Dividends may be considered additional income for shareholders in companies. When a company makes a profit, this is typically distributed to shareholders in the form of dividends based on their shareholding structure and percentage ownership. Dividend tax is a tax on this particular type of dividend income that is earned and is an additional tax obligation that numerous companies all over the world face.
For individuals resident in Denmark, received dividends are included in a special share income that is taxed at 27% of the first DKK 56,500 of share income and at 42% for the rest. Interest and royalties are included in the person’s taxable income and are taxed in line with other taxable income.
How to Lower Your Taxes Legally
It wouldn’t be an overstatement to say that most business owners would prefer to pay lower corporate tax in order to enjoy and have greater access to what they work so hard towards – building and earning a profit. However, with hefty tax rates throughout many Western European countries, this can be a difficult process. There are, however, some steps you can to reduce your corporate tax. These are outlined in more detail below:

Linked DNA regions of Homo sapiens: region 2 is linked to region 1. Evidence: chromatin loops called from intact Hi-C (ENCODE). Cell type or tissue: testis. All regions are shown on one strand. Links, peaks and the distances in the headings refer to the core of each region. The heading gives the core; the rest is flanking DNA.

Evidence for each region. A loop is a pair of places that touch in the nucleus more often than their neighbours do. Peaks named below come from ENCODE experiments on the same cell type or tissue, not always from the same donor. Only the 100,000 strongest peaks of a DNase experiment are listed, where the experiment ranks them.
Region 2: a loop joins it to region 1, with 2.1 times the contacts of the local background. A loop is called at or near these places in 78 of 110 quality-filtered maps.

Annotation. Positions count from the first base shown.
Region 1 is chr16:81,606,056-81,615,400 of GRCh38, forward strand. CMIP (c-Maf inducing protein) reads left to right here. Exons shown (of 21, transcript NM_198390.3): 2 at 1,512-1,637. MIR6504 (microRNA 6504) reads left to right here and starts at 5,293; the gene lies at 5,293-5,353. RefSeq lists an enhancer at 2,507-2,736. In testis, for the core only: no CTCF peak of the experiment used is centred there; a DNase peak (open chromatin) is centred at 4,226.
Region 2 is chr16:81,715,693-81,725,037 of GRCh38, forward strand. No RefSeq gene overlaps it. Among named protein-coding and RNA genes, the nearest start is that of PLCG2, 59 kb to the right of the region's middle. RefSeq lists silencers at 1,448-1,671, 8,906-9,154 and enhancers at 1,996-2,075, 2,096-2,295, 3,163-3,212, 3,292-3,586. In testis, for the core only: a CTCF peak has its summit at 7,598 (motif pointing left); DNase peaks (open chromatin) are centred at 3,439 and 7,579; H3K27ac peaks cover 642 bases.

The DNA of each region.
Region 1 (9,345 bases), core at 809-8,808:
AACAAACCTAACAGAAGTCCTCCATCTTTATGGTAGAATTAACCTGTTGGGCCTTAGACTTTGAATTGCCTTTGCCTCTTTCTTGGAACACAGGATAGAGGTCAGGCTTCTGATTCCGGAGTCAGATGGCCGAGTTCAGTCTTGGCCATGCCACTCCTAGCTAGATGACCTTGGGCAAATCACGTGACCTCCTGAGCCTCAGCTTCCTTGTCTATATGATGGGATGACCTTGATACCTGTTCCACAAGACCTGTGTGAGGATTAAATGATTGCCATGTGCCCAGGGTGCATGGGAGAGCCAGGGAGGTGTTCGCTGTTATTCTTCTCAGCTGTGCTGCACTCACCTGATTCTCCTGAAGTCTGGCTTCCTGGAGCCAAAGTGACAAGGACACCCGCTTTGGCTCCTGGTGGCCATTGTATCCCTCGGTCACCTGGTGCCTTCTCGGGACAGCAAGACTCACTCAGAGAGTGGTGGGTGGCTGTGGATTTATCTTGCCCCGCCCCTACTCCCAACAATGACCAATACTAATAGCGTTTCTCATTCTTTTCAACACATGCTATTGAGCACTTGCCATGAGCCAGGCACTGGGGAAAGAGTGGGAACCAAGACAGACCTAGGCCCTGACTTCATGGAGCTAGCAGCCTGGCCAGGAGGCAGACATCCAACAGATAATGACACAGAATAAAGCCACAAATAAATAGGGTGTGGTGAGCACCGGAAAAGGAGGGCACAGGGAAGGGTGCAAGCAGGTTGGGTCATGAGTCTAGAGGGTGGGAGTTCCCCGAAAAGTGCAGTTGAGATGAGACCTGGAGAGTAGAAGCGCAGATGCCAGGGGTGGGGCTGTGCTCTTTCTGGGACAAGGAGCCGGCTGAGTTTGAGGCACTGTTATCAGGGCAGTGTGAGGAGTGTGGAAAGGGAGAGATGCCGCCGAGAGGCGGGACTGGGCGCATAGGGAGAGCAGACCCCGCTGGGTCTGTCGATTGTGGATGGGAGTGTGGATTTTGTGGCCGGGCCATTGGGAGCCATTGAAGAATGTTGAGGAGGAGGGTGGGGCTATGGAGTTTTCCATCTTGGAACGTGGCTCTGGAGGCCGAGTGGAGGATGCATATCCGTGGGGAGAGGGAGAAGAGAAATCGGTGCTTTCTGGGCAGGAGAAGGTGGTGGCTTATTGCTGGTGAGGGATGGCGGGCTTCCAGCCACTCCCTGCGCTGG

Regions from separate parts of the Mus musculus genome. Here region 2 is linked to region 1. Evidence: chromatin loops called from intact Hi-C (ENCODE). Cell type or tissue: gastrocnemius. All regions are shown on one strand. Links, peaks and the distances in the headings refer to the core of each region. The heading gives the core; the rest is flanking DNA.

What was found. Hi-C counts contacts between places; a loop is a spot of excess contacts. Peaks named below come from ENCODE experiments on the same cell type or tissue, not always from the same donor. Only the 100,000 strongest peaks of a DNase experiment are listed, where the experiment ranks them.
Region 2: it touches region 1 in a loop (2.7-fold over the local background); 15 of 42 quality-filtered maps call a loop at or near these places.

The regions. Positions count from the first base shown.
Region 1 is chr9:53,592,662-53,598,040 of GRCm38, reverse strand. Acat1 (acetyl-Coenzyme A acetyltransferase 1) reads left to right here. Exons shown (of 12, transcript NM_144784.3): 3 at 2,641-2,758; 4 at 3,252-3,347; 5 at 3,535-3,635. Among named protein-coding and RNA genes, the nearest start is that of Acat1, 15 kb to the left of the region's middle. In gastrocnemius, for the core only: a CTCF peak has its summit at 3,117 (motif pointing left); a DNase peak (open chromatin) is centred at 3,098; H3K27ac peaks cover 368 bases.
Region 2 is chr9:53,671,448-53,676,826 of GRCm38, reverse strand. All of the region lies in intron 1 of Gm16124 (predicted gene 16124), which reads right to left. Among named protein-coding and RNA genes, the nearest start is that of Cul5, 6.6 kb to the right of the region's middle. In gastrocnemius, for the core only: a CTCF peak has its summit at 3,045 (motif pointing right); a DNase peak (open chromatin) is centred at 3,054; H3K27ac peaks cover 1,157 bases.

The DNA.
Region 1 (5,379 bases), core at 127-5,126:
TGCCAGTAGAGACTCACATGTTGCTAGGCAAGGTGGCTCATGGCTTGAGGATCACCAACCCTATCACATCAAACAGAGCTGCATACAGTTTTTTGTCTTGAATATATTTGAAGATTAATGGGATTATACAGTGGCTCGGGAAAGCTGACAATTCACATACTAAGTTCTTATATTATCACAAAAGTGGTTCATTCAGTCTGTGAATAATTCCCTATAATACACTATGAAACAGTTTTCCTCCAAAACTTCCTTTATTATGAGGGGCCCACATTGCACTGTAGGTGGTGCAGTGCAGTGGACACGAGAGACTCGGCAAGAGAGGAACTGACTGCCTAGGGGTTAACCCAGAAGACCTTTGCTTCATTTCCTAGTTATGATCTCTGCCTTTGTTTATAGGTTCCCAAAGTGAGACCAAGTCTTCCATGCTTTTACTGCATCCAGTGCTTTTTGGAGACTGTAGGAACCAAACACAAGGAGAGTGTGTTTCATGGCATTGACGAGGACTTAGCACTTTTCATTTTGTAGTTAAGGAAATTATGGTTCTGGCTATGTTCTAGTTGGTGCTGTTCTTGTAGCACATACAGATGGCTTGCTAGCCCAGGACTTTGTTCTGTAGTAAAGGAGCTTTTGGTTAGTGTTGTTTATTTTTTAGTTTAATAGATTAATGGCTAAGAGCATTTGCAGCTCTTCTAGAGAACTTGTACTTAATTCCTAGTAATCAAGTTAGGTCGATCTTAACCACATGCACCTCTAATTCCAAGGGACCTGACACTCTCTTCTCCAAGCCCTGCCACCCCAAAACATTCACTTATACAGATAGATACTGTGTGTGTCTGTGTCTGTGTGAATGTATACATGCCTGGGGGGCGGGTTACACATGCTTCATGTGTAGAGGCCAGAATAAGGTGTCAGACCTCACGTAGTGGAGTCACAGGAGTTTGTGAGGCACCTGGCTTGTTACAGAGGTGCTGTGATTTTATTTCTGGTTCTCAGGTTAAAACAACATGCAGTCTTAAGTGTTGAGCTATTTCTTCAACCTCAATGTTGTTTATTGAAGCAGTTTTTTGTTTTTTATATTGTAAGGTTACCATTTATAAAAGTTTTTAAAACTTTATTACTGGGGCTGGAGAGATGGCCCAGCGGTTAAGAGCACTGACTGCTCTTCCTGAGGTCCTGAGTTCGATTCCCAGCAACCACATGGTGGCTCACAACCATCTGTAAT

1. Pay yourself
Tax-efficient remuneration should be on your priority list when seeking to lower your tax burden. As the owner or director of a limited company, one step to reduce your corporate tax obligations is to pay yourself a salary or a combination that involves a salary and other types of remuneration. These “other types” should be allowable as business expenses. Remember that the world of remuneration is not equal. Some types are more efficient than others and ensuring you know which one will give you the best results is an important starting point.
2. Claim all costs of sales